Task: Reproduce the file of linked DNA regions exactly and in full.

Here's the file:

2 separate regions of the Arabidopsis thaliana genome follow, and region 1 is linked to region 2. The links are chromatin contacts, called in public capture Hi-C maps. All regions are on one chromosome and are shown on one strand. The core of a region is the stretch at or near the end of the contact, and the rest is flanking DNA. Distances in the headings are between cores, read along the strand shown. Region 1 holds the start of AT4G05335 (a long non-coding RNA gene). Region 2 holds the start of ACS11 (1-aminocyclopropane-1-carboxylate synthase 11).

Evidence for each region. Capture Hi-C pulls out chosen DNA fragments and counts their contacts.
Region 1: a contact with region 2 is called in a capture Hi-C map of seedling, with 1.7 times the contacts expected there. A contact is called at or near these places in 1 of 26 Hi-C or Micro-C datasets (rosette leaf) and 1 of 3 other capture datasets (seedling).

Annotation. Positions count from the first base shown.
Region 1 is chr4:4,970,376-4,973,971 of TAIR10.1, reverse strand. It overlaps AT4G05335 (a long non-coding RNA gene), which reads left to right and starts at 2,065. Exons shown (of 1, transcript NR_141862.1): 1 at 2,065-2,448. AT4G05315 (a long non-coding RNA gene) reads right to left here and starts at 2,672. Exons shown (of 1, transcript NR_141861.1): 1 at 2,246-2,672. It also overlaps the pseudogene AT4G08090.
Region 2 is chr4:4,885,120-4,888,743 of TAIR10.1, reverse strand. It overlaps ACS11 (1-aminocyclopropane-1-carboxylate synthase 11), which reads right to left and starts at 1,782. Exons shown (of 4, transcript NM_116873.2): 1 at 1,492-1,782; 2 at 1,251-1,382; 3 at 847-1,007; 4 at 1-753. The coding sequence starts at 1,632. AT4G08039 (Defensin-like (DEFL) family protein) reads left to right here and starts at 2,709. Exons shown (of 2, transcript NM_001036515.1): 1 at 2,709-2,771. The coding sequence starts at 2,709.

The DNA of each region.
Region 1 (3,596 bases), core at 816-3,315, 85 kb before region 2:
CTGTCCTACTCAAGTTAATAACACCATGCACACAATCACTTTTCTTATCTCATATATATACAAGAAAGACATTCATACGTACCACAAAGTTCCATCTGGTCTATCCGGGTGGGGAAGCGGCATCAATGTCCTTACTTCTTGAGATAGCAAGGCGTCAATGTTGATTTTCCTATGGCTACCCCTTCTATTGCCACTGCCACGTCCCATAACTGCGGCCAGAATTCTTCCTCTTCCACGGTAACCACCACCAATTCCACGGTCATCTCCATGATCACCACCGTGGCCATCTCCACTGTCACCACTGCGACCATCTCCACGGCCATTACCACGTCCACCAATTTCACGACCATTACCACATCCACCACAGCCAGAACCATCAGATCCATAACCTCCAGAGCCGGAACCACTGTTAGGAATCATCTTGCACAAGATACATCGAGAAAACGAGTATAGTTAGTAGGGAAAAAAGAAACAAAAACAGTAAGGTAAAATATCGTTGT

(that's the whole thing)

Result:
2 separate regions of the Arabidopsis thaliana genome follow, and region 1 is linked to region 2. The links are chromatin contacts, called in public capture Hi-C maps. All regions are on one chromosome and are shown on one strand. The core of a region is the stretch at or near the end of the contact, and the rest is flanking DNA. Distances in the headings are between cores, read along the strand shown. Region 1 holds the start of AT4G05335 (a long non-coding RNA gene). Region 2 holds the start of ACS11 (1-aminocyclopropane-1-carboxylate synthase 11).

Evidence for each region. Capture Hi-C pulls out chosen DNA fragments and counts their contacts.
Region 1: a contact with region 2 is called in a capture Hi-C map of seedling, with 1.7 times the contacts expected there. A contact is called at or near these places in 1 of 26 Hi-C or Micro-C datasets (rosette leaf) and 1 of 3 other capture datasets (seedling).

Annotation. Positions count from the first base shown.
Region 1 is chr4:4,970,376-4,973,971 of TAIR10.1, reverse strand. It overlaps AT4G05335 (a long non-coding RNA gene), which reads left to right and starts at 2,065. Exons shown (of 1, transcript NR_141862.1): 1 at 2,065-2,448. AT4G05315 (a long non-coding RNA gene) reads right to left here and starts at 2,672. Exons shown (of 1, transcript NR_141861.1): 1 at 2,246-2,672. It also overlaps the pseudogene AT4G08090.
Region 2 is chr4:4,885,120-4,888,743 of TAIR10.1, reverse strand. It overlaps ACS11 (1-aminocyclopropane-1-carboxylate synthase 11), which reads right to left and starts at 1,782. Exons shown (of 4, transcript NM_116873.2): 1 at 1,492-1,782; 2 at 1,251-1,382; 3 at 847-1,007; 4 at 1-753. The coding sequence starts at 1,632. AT4G08039 (Defensin-like (DEFL) family protein) reads left to right here and starts at 2,709. Exons shown (of 2, transcript NM_001036515.1): 1 at 2,709-2,771. The coding sequence starts at 2,709.

The DNA of each region.
Region 1 (3,596 bases), core at 816-3,315, 85 kb before region 2:
CTGTCCTACTCAAGTTAATAACACCATGCACACAATCACTTTTCTTATCTCATATATATACAAGAAAGACATTCATACGTACCACAAAGTTCCATCTGGTCTATCCGGGTGGGGAAGCGGCATCAATGTCCTTACTTCTTGAGATAGCAAGGCGTCAATGTTGATTTTCCTATGGCTACCCCTTCTATTGCCACTGCCACGTCCCATAACTGCGGCCAGAATTCTTCCTCTTCCACGGTAACCACCACCAATTCCACGGTCATCTCCATGATCACCACCGTGGCCATCTCCACTGTCACCACTGCGACCATCTCCACGGCCATTACCACGTCCACCAATTTCACGACCATTACCACATCCACCACAGCCAGAACCATCAGATCCATAACCTCCAGAGCCGGAACCACTGTTAGGAATCATCTTGCACAAGATACATCGAGAAAACGAGTATAGTTAGTAGGGAAAAAAGAAACAAAAACAGTAAGGTAAAATATCGTTGT